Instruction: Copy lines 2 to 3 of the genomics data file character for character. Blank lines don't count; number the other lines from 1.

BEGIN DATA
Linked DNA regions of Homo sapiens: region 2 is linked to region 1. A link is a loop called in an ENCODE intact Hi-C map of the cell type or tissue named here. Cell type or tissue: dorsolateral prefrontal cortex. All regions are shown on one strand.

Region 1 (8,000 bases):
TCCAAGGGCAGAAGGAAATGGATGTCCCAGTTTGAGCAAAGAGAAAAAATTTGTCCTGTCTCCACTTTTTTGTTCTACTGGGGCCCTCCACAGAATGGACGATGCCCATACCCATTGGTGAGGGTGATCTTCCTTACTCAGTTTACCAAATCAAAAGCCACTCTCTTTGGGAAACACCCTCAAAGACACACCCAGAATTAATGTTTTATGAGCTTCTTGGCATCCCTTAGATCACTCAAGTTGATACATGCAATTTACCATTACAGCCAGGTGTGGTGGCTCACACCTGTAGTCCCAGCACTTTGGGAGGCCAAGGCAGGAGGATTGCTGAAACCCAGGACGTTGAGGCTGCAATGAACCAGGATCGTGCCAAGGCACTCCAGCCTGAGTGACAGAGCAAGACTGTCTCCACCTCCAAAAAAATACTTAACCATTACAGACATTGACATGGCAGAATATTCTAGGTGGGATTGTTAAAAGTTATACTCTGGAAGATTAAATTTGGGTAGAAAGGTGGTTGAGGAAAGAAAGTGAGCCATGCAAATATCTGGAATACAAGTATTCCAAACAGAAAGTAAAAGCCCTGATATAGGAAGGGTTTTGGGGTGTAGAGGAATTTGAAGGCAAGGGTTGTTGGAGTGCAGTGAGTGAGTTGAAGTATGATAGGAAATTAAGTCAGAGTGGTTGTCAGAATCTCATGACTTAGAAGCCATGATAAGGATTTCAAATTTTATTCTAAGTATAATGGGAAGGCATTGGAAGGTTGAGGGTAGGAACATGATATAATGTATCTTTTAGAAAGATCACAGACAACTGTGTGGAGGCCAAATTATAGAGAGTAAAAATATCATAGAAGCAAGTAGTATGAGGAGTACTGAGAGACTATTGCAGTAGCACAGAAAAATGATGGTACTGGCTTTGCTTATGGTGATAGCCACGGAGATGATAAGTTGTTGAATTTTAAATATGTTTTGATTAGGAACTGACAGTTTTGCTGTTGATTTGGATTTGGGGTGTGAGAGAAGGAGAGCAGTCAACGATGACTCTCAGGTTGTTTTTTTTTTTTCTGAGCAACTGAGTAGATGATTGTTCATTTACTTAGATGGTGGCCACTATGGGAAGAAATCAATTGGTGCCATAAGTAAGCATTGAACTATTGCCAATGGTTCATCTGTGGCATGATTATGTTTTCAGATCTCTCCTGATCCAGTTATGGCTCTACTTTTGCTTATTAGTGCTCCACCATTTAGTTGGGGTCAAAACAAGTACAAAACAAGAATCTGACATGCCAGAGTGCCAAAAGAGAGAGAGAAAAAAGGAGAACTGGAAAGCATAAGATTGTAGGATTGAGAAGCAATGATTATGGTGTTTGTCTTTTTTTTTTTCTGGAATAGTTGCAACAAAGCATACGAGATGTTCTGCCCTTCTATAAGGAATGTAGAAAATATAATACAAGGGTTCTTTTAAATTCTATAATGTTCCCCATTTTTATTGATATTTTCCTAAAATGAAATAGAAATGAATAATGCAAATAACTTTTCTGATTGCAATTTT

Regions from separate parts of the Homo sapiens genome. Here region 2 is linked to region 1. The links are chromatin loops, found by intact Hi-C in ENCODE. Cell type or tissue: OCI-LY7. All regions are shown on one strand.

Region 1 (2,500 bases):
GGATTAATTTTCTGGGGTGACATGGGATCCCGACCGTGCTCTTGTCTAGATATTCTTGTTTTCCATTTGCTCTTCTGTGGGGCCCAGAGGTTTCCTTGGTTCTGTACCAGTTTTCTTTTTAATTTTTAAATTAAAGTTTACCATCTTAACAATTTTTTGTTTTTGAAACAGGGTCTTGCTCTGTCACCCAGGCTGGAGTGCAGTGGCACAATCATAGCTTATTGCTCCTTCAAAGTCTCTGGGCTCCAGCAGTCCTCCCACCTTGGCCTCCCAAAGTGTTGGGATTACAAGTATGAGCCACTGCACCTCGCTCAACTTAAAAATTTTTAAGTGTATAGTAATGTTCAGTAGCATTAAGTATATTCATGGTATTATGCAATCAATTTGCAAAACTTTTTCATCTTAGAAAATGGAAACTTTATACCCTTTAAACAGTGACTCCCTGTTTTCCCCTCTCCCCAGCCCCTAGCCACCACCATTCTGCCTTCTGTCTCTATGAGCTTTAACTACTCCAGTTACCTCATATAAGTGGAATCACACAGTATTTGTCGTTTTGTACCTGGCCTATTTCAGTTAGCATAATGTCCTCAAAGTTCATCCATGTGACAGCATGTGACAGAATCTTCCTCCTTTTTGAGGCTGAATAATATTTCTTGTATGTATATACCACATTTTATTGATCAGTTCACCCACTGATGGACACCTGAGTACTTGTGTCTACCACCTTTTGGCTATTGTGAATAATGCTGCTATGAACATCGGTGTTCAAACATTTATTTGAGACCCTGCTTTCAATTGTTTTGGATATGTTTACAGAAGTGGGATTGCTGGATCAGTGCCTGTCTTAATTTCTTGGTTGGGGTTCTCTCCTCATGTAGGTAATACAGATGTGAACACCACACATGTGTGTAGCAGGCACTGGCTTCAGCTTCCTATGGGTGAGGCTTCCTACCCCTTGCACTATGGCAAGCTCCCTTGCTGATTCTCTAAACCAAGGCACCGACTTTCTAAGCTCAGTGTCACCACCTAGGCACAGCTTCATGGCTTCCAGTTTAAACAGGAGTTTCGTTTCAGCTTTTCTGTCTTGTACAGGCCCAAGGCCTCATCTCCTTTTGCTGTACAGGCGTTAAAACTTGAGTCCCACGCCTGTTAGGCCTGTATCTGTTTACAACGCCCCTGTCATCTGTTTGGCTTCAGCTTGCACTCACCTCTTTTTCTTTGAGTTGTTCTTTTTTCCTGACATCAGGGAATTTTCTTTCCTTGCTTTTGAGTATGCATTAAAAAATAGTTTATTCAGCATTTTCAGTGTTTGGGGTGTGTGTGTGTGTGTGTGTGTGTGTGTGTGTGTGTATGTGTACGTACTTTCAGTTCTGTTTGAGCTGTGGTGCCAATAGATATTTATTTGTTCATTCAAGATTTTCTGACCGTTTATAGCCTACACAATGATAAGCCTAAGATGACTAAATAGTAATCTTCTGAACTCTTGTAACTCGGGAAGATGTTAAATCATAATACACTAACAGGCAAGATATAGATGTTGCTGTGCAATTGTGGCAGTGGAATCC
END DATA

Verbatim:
Region 1 (8,000 bases):
TCCAAGGGCAGAAGGAAATGGATGTCCCAGTTTGAGCAAAGAGAAAAAATTTGTCCTGTCTCCACTTTTTTGTTCTACTGGGGCCCTCCACAGAATGGACGATGCCCATACCCATTGGTGAGGGTGATCTTCCTTACTCAGTTTACCAAATCAAAAGCCACTCTCTTTGGGAAACACCCTCAAAGACACACCCAGAATTAATGTTTTATGAGCTTCTTGGCATCCCTTAGATCACTCAAGTTGATACATGCAATTTACCATTACAGCCAGGTGTGGTGGCTCACACCTGTAGTCCCAGCACTTTGGGAGGCCAAGGCAGGAGGATTGCTGAAACCCAGGACGTTGAGGCTGCAATGAACCAGGATCGTGCCAAGGCACTCCAGCCTGAGTGACAGAGCAAGACTGTCTCCACCTCCAAAAAAATACTTAACCATTACAGACATTGACATGGCAGAATATTCTAGGTGGGATTGTTAAAAGTTATACTCTGGAAGATTAAATTTGGGTAGAAAGGTGGTTGAGGAAAGAAAGTGAGCCATGCAAATATCTGGAATACAAGTATTCCAAACAGAAAGTAAAAGCCCTGATATAGGAAGGGTTTTGGGGTGTAGAGGAATTTGAAGGCAAGGGTTGTTGGAGTGCAGTGAGTGAGTTGAAGTATGATAGGAAATTAAGTCAGAGTGGTTGTCAGAATCTCATGACTTAGAAGCCATGATAAGGATTTCAAATTTTATTCTAAGTATAATGGGAAGGCATTGGAAGGTTGAGGGTAGGAACATGATATAATGTATCTTTTAGAAAGATCACAGACAACTGTGTGGAGGCCAAATTATAGAGAGTAAAAATATCATAGAAGCAAGTAGTATGAGGAGTACTGAGAGACTATTGCAGTAGCACAGAAAAATGATGGTACTGGCTTTGCTTATGGTGATAGCCACGGAGATGATAAGTTGTTGAATTTTAAATATGTTTTGATTAGGAACTGACAGTTTTGCTGTTGATTTGGATTTGGGGTGTGAGAGAAGGAGAGCAGTCAACGATGACTCTCAGGTTGTTTTTTTTTTTTCTGAGCAACTGAGTAGATGATTGTTCATTTACTTAGATGGTGGCCACTATGGGAAGAAATCAATTGGTGCCATAAGTAAGCATTGAACTATTGCCAATGGTTCATCTGTGGCATGATTATGTTTTCAGATCTCTCCTGATCCAGTTATGGCTCTACTTTTGCTTATTAGTGCTCCACCATTTAGTTGGGGTCAAAACAAGTACAAAACAAGAATCTGACATGCCAGAGTGCCAAAAGAGAGAGAGAAAAAAGGAGAACTGGAAAGCATAAGATTGTAGGATTGAGAAGCAATGATTATGGTGTTTGTCTTTTTTTTTTTCTGGAATAGTTGCAACAAAGCATACGAGATGTTCTGCCCTTCTATAAGGAATGTAGAAAATATAATACAAGGGTTCTTTTAAATTCTATAATGTTCCCCATTTTTATTGATATTTTCCTAAAATGAAATAGAAATGAATAATGCAAATAACTTTTCTGATTGCAATTTT